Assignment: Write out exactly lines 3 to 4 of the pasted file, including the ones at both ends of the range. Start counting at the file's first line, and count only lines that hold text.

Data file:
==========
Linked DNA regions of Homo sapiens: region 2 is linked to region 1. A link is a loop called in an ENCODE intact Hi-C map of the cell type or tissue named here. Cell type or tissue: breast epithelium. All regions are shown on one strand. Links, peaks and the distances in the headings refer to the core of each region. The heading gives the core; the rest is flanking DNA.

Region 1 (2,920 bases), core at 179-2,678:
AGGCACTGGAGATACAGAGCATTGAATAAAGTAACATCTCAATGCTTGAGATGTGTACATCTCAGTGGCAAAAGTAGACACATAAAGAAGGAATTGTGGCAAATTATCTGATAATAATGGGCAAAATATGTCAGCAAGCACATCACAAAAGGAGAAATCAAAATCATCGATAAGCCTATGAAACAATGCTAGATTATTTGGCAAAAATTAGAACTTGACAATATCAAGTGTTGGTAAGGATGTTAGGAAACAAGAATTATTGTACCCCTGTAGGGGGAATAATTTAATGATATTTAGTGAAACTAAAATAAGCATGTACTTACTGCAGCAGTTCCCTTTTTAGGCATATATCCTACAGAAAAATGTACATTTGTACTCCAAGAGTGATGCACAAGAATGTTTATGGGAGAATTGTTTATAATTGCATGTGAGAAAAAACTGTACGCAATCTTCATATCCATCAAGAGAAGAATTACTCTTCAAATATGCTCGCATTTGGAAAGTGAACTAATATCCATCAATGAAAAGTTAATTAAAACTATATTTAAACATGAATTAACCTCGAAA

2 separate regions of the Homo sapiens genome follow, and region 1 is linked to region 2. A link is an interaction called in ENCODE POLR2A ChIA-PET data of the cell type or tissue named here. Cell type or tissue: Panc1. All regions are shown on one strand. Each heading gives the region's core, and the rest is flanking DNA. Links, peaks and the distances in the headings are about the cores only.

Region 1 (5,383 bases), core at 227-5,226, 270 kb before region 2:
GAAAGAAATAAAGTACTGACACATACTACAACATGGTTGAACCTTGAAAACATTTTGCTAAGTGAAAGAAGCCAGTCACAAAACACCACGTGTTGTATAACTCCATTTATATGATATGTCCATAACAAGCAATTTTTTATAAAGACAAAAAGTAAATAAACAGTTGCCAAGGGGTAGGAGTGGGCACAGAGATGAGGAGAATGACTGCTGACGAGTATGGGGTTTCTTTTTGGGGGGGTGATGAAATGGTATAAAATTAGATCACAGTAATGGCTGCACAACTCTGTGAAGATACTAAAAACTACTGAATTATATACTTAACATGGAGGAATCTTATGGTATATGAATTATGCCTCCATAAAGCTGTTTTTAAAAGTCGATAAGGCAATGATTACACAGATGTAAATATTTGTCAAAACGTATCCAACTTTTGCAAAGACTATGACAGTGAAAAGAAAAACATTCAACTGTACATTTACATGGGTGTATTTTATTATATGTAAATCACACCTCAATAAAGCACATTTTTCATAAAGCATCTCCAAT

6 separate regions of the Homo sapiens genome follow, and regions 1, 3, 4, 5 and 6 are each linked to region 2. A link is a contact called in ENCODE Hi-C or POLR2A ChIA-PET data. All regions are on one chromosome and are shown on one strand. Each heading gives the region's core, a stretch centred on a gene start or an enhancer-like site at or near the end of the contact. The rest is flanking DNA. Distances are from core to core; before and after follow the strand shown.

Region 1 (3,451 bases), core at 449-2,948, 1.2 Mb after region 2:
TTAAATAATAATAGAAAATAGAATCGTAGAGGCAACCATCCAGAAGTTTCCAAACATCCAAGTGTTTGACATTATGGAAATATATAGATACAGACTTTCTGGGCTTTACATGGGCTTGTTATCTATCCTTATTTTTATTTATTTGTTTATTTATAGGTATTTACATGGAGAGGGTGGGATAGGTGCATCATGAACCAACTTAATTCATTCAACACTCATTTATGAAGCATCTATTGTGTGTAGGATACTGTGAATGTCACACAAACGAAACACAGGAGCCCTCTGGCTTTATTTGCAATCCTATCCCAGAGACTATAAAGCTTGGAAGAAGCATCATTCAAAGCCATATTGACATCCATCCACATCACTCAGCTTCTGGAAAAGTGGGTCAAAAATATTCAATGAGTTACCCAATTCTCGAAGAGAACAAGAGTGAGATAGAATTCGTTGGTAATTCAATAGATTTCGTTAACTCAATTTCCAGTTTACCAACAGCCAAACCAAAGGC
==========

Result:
AGGCACTGGAGATACAGAGCATTGAATAAAGTAACATCTCAATGCTTGAGATGTGTACATCTCAGTGGCAAAAGTAGACACATAAAGAAGGAATTGTGGCAAATTATCTGATAATAATGGGCAAAATATGTCAGCAAGCACATCACAAAAGGAGAAATCAAAATCATCGATAAGCCTATGAAACAATGCTAGATTATTTGGCAAAAATTAGAACTTGACAATATCAAGTGTTGGTAAGGATGTTAGGAAACAAGAATTATTGTACCCCTGTAGGGGGAATAATTTAATGATATTTAGTGAAACTAAAATAAGCATGTACTTACTGCAGCAGTTCCCTTTTTAGGCATATATCCTACAGAAAAATGTACATTTGTACTCCAAGAGTGATGCACAAGAATGTTTATGGGAGAATTGTTTATAATTGCATGTGAGAAAAAACTGTACGCAATCTTCATATCCATCAAGAGAAGAATTACTCTTCAAATATGCTCGCATTTGGAAAGTGAACTAATATCCATCAATGAAAAGTTAATTAAAACTATATTTAAACATGAATTAACCTCGAAA

2 separate regions of the Homo sapiens genome follow, and region 1 is linked to region 2. A link is an interaction called in ENCODE POLR2A ChIA-PET data of the cell type or tissue named here. Cell type or tissue: Panc1. All regions are shown on one strand. Each heading gives the region's core, and the rest is flanking DNA. Links, peaks and the distances in the headings are about the cores only.